Perchloroethylene, better known as perc, is used by 80 percent of dry cleaners in the United States as a solvent to wash clothes that are “dry clean only.” Despite its effectiveness, the use of this chemical has been linked to a range of health side effects and has recently come under heavy public scrutiny. With heavy regulation from the Environmental Protection Agency, professional dry cleaners are seeking the use of a safer chemical—liquid carbon dioxide—to provide a green laundry alternative. At-home dry cleaning kits such as Dry Cleaner’s Secret are providing the option of affordable & environmentally safe dry cleaning, that cuts down the energy-burning, waste producing processes that the professionals use.
The first step to green dry cleaning is replacing harmful chemicals with natural cleaning products. Perchloroethylene (perc) is a synthetic chemical that is made from a reaction between ethylene and chlorine. Like many synthetic chemicals, it poses a threat to our health. Perc is a central nervous system depressant. Exposure to it can occur in the workplace or in the environment when it is released into air, water, land, or groundwater. It can also occur when people use products containing perc, spend time in dry cleaning facilities that use perc, live above or adjacent to these dry cleaning facilities, or bring dry cleaned garments into their home before they are properly aired out. Short-term contact can cause dizziness, headaches, nausea, and irritation of the skin, eyes, nose, and throat, while long term exposure poses greater threats, including liver and kidney damage and cancer.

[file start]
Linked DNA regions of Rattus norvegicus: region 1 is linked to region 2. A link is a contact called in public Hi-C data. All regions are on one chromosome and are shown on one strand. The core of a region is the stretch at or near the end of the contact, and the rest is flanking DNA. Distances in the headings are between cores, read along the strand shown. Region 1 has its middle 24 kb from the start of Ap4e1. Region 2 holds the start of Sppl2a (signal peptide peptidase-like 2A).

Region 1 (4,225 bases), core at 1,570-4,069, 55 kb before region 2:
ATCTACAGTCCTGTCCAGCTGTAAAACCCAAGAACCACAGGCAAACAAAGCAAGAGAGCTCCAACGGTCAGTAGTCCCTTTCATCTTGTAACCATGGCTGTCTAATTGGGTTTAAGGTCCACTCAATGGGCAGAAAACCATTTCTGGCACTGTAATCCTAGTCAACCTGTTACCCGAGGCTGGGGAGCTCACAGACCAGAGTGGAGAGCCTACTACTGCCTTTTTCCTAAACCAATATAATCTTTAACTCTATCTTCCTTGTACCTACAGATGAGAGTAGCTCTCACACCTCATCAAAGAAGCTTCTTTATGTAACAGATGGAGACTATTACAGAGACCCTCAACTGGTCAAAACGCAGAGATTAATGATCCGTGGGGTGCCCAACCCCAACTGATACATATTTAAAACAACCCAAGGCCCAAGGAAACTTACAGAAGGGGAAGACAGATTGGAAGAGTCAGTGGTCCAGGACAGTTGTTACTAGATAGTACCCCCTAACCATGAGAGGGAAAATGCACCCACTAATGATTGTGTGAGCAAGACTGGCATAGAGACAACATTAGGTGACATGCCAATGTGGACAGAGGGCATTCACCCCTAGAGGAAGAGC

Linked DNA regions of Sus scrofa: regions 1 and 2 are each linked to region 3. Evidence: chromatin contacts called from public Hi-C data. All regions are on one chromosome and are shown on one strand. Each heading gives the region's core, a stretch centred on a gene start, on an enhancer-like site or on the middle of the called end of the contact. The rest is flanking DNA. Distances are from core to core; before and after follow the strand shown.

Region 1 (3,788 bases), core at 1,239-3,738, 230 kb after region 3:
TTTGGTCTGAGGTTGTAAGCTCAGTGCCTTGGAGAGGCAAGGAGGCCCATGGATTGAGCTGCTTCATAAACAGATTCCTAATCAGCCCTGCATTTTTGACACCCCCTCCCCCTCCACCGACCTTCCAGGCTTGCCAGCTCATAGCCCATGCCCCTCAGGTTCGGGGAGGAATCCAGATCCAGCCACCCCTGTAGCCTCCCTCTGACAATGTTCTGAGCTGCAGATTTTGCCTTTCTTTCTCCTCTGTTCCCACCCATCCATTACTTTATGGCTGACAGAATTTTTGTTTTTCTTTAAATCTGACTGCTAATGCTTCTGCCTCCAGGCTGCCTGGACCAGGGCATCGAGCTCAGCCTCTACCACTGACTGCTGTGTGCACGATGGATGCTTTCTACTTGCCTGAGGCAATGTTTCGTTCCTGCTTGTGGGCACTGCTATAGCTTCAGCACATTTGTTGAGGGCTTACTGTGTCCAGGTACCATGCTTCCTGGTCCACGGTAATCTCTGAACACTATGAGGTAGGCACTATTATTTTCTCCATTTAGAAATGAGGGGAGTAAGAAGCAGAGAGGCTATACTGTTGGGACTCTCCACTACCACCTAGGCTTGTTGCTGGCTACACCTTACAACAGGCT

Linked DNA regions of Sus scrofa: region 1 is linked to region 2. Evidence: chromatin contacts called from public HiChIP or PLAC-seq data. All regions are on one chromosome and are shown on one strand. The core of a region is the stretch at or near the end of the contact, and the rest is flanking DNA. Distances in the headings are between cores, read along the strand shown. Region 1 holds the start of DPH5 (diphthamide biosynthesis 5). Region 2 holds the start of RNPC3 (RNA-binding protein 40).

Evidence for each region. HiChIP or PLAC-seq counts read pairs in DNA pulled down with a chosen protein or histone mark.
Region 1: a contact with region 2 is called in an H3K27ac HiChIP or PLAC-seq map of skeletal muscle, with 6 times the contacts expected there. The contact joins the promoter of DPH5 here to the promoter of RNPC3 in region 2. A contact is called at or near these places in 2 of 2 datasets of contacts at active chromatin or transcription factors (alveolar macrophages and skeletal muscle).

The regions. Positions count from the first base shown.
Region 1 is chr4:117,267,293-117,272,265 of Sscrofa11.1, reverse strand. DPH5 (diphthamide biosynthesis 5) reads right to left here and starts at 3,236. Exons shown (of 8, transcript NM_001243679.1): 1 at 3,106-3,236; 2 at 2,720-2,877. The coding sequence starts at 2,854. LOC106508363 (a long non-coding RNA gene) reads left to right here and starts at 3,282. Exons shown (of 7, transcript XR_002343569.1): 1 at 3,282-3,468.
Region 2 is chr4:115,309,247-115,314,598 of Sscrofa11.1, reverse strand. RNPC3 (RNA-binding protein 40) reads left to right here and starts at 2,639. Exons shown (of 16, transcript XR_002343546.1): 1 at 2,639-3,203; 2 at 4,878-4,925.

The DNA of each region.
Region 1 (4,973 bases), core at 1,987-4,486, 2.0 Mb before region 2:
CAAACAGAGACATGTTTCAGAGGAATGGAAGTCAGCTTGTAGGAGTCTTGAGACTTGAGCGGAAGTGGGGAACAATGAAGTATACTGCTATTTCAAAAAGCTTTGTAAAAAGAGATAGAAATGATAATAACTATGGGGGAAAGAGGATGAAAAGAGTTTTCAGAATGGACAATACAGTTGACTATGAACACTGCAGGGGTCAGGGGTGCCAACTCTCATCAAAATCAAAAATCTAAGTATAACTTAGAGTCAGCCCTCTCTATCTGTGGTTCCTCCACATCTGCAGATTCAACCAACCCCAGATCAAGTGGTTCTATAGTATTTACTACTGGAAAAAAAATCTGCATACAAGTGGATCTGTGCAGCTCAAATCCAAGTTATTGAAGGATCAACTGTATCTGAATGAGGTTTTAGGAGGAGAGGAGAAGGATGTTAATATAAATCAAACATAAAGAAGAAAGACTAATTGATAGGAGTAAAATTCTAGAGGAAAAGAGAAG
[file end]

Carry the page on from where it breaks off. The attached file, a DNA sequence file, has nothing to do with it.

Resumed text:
Liquid carbon dioxide (CO2) appears to be the most practical green dry cleaning solvent to replace perchloroethylene. It is cheap, abundant, naturally occurring and can even be recycled from the industrial wastes from the manufacture of chemicals such as ammonia. Most importantly, exposure to carbon dioxide has no health side effects. The only drawbacks for dry cleaning with CO2 are that it does not clean as well as perc does and the machinery needed to use it is very expensive, thus a higher price is past on to the consumer.
A virtue of environmentalism is moderation. That being said, green dry cleaning is best achieved if you do not dry clean at all or limit the use of professional dry cleaning by using at-home dry cleaning kits for garments with smaller spots and stains or that need to be freshened. Professional dry cleaning is a large process that uses a lot of energy and produces a lot of waste in the form of powder residue, sludge and wastewater. If the dry cleaner is still using perc (it is still allowed in most states), these substances are hazardous. At-home dry cleaning involves no more than a Dry Cleaner’s Secret cleaning cloth and your dryer. There are no harmful chemicals involved and no waste.
While perc remains the most effective dry cleaning solvent, the use of natural cleaning products and at-home dry cleaning can only be beneficial to our health and our environment.
~ Ben Anton